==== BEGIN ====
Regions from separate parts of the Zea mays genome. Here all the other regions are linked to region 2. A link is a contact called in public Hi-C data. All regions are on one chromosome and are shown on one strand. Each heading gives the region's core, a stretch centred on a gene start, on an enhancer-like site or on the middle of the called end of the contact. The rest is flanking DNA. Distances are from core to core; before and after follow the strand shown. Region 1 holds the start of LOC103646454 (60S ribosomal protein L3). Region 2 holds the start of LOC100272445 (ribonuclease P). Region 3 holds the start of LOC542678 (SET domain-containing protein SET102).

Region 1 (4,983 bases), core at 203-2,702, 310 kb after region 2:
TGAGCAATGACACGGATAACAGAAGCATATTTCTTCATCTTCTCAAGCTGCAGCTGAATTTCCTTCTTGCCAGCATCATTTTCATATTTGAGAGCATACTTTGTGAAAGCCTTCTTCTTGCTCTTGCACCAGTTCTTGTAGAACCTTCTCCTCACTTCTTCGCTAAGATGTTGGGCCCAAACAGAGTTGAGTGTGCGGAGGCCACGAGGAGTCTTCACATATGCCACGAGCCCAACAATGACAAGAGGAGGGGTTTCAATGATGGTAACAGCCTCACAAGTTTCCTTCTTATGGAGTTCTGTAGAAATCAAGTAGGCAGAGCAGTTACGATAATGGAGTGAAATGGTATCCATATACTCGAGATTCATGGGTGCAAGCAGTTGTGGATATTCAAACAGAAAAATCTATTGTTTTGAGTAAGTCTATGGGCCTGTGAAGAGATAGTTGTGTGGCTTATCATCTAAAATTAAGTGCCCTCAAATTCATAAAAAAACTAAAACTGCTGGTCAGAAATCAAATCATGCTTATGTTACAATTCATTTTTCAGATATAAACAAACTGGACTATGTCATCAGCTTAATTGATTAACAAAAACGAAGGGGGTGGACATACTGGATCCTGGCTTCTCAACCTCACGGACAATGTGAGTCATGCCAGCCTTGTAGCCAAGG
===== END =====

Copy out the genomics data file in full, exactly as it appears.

Regions from separate parts of the Zea mays genome. Here all the other regions are linked to region 2. A link is a contact called in public Hi-C data. All regions are on one chromosome and are shown on one strand. Each heading gives the region's core, a stretch centred on a gene start, on an enhancer-like site or on the middle of the called end of the contact. The rest is flanking DNA. Distances are from core to core; before and after follow the strand shown. Region 1 holds the start of LOC103646454 (60S ribosomal protein L3). Region 2 holds the start of LOC100272445 (ribonuclease P). Region 3 holds the start of LOC542678 (SET domain-containing protein SET102).

Region 1 (4,983 bases), core at 203-2,702, 310 kb after region 2:
TGAGCAATGACACGGATAACAGAAGCATATTTCTTCATCTTCTCAAGCTGCAGCTGAATTTCCTTCTTGCCAGCATCATTTTCATATTTGAGAGCATACTTTGTGAAAGCCTTCTTCTTGCTCTTGCACCAGTTCTTGTAGAACCTTCTCCTCACTTCTTCGCTAAGATGTTGGGCCCAAACAGAGTTGAGTGTGCGGAGGCCACGAGGAGTCTTCACATATGCCACGAGCCCAACAATGACAAGAGGAGGGGTTTCAATGATGGTAACAGCCTCACAAGTTTCCTTCTTATGGAGTTCTGTAGAAATCAAGTAGGCAGAGCAGTTACGATAATGGAGTGAAATGGTATCCATATACTCGAGATTCATGGGTGCAAGCAGTTGTGGATATTCAAACAGAAAAATCTATTGTTTTGAGTAAGTCTATGGGCCTGTGAAGAGATAGTTGTGTGGCTTATCATCTAAAATTAAGTGCCCTCAAATTCATAAAAAAACTAAAACTGCTGGTCAGAAATCAAATCATGCTTATGTTACAATTCATTTTTCAGATATAAACAAACTGGACTATGTCATCAGCTTAATTGATTAACAAAAACGAAGGGGGTGGACATACTGGATCCTGGCTTCTCAACCTCACGGACAATGTGAGTCATGCCAGCCTTGTAGCCAAGG